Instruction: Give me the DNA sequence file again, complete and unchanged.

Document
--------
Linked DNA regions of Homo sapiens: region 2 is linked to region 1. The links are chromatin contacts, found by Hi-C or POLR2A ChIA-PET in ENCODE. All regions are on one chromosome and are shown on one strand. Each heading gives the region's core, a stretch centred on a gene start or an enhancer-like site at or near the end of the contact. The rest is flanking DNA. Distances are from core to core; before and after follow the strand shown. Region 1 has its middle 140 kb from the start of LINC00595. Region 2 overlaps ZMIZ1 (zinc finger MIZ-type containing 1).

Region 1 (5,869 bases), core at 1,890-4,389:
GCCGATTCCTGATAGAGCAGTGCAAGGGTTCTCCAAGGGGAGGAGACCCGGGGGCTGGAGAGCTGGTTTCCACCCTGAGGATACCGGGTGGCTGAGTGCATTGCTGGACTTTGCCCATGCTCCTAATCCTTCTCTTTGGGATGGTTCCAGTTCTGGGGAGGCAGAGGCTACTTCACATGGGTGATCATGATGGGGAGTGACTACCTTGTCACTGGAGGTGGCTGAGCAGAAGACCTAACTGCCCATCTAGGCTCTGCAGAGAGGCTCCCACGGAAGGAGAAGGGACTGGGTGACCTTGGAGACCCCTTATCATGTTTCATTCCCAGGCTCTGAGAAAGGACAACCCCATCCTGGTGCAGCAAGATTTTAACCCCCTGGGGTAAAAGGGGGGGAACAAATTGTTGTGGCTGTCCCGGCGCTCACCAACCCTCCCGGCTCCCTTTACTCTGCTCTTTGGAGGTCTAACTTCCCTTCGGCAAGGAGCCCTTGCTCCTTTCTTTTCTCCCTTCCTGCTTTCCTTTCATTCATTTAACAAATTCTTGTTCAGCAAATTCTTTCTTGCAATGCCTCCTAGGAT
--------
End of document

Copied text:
Linked DNA regions of Homo sapiens: region 2 is linked to region 1. The links are chromatin contacts, found by Hi-C or POLR2A ChIA-PET in ENCODE. All regions are on one chromosome and are shown on one strand. Each heading gives the region's core, a stretch centred on a gene start or an enhancer-like site at or near the end of the contact. The rest is flanking DNA. Distances are from core to core; before and after follow the strand shown. Region 1 has its middle 140 kb from the start of LINC00595. Region 2 overlaps ZMIZ1 (zinc finger MIZ-type containing 1).

Region 1 (5,869 bases), core at 1,890-4,389:
GCCGATTCCTGATAGAGCAGTGCAAGGGTTCTCCAAGGGGAGGAGACCCGGGGGCTGGAGAGCTGGTTTCCACCCTGAGGATACCGGGTGGCTGAGTGCATTGCTGGACTTTGCCCATGCTCCTAATCCTTCTCTTTGGGATGGTTCCAGTTCTGGGGAGGCAGAGGCTACTTCACATGGGTGATCATGATGGGGAGTGACTACCTTGTCACTGGAGGTGGCTGAGCAGAAGACCTAACTGCCCATCTAGGCTCTGCAGAGAGGCTCCCACGGAAGGAGAAGGGACTGGGTGACCTTGGAGACCCCTTATCATGTTTCATTCCCAGGCTCTGAGAAAGGACAACCCCATCCTGGTGCAGCAAGATTTTAACCCCCTGGGGTAAAAGGGGGGGAACAAATTGTTGTGGCTGTCCCGGCGCTCACCAACCCTCCCGGCTCCCTTTACTCTGCTCTTTGGAGGTCTAACTTCCCTTCGGCAAGGAGCCCTTGCTCCTTTCTTTTCTCCCTTCCTGCTTTCCTTTCATTCATTTAACAAATTCTTGTTCAGCAAATTCTTTCTTGCAATGCCTCCTAGGAT